Wed, 29 October 2014
In 1965, when the Voting Rights Act was first passed, the reasoning was very simple. Racial discrimination in voting should not be allowed.
The provision of the Voting Rights Act to which conservatives objected the most named specific states, and specific parts of other states, those with the most vicious history of voting suppression, for special supervision. Conservatives thought that was unfair.
The burden of proof before 1965 was on anyone who wanted equal rights. Local politicians lost records and insisted that coincidence accounted for those disparities that remained. Local judges were often hostile to minority rights. Foot dragging meant that years could pass before burdens of proof could be met.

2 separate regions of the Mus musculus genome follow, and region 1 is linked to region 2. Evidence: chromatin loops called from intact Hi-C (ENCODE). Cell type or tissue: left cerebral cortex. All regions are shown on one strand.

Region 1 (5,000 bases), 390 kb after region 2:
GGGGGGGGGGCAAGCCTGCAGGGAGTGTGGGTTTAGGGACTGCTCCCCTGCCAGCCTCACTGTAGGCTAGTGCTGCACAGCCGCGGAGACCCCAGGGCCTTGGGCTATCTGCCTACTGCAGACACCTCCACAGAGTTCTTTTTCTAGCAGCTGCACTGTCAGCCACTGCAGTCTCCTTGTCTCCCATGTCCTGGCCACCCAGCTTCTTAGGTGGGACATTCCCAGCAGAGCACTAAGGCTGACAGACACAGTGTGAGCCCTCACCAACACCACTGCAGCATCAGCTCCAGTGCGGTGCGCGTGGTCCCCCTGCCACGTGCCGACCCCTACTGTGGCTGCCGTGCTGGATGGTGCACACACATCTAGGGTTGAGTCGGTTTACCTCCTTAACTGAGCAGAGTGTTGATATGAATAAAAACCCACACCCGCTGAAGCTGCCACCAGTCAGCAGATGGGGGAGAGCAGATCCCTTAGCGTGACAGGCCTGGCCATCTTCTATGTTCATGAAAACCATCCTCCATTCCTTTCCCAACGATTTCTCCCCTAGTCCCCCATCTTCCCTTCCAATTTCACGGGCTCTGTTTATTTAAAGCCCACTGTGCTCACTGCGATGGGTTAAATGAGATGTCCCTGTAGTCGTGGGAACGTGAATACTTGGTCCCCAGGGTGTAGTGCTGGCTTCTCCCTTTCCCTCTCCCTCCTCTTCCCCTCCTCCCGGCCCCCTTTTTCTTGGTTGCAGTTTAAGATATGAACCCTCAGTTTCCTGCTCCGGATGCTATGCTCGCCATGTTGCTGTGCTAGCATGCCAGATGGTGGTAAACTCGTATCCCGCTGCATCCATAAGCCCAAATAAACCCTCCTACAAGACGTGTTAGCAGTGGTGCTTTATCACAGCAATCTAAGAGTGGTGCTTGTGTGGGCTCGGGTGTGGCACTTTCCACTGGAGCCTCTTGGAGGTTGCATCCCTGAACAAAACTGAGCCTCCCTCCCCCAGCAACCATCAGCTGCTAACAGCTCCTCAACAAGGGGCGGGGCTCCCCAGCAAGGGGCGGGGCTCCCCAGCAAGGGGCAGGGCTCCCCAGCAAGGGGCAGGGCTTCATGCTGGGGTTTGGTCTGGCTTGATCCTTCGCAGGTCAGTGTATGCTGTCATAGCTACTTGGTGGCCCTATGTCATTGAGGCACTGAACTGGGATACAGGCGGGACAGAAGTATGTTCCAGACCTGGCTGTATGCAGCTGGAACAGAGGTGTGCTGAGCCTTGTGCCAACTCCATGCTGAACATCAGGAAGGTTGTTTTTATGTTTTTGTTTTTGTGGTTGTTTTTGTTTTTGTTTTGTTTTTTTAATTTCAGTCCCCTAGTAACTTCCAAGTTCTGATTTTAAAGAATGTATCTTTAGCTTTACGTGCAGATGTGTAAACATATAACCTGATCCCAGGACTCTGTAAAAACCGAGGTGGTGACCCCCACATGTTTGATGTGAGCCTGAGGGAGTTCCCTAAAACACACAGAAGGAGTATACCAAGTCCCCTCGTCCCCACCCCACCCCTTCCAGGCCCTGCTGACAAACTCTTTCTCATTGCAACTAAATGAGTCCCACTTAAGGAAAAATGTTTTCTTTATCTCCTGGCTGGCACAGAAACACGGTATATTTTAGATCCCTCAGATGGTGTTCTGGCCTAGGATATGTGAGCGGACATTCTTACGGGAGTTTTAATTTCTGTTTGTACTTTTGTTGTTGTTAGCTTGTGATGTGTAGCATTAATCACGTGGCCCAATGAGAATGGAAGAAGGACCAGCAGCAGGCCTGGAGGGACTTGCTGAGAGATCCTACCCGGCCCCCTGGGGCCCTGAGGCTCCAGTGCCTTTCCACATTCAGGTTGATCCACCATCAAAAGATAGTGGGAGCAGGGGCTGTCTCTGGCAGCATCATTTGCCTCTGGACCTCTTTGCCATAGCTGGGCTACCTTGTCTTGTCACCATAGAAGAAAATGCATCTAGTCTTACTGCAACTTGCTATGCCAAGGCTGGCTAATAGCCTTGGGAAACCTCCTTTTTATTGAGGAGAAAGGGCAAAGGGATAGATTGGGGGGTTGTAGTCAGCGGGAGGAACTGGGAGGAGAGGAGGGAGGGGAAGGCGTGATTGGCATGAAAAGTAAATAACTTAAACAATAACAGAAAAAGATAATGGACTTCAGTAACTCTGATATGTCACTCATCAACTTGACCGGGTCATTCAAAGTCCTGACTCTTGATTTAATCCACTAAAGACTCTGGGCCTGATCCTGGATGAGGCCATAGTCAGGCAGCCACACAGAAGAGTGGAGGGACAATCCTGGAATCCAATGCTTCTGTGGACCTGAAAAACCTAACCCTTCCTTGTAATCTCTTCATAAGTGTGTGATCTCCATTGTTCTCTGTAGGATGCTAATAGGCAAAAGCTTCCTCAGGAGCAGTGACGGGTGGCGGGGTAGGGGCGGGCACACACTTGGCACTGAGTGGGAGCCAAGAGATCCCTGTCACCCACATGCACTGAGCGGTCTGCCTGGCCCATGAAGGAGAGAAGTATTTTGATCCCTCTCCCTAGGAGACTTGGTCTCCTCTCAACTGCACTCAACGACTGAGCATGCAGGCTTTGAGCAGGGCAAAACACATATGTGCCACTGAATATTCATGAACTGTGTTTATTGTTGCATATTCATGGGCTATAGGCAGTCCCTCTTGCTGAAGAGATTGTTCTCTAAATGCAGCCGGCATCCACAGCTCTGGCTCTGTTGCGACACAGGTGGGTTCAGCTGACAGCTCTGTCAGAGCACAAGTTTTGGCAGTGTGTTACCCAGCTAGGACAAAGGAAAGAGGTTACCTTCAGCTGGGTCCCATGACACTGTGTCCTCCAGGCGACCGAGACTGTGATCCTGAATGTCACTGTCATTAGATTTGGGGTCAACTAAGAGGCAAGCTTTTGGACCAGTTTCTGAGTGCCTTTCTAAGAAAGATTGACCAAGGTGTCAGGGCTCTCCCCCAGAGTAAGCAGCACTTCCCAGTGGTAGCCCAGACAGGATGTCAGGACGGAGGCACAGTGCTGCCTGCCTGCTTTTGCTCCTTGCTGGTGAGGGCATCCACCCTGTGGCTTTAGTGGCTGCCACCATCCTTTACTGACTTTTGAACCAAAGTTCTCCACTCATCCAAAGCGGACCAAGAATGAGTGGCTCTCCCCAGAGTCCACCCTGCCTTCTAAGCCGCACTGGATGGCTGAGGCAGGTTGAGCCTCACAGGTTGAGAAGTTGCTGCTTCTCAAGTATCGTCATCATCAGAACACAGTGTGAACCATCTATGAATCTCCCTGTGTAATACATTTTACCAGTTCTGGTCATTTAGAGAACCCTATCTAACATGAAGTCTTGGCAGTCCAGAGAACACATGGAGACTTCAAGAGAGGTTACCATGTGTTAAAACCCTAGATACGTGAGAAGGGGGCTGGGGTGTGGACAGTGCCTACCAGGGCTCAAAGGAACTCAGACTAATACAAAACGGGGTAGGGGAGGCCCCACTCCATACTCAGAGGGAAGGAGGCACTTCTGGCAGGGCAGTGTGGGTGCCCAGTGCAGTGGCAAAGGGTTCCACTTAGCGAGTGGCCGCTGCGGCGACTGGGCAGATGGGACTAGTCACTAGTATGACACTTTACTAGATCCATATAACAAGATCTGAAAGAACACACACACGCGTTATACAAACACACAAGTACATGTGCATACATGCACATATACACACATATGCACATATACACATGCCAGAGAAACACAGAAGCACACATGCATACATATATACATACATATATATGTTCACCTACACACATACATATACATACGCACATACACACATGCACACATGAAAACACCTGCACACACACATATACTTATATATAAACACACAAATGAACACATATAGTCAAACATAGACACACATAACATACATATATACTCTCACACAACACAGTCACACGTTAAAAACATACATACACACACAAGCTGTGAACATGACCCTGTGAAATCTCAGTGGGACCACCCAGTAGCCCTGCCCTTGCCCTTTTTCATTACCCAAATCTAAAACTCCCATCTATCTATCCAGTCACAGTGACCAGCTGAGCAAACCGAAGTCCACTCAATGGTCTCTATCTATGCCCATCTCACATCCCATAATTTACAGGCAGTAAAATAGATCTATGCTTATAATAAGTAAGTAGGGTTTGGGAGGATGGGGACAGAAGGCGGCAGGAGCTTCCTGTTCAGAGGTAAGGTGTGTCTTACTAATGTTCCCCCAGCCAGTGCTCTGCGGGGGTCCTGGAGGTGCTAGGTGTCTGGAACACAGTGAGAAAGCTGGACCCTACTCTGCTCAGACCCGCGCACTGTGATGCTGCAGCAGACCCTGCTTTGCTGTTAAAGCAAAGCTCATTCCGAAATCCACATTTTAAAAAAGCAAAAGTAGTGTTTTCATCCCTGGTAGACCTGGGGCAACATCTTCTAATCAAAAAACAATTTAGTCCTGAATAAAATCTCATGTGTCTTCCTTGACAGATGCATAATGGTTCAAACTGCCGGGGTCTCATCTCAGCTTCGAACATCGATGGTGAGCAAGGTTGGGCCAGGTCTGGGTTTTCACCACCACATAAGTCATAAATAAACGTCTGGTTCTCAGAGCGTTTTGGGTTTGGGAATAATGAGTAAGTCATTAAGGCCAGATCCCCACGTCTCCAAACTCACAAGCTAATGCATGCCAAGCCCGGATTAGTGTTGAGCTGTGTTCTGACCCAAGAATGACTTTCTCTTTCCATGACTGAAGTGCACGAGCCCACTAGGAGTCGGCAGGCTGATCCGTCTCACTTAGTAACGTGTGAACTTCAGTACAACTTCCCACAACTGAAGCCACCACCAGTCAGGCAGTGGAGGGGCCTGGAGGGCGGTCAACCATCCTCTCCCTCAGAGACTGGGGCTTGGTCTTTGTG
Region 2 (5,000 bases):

Courts even ruled, in 1903, that southern registrars could not be forced to process valid voter registrations.
In 2013, the Supreme court ruled that states, not people, were inherently equal. History of voting suppression should not matter. And in 2014, a district court said it could not force the state of Georgia to process valid voter registrations.
Conservatives are beginning to talk about voting as a privilege, not as a right.
In 1965 we sprang ahead toward equal rights. Now we fall back to states rights.
Conservative Savings Time.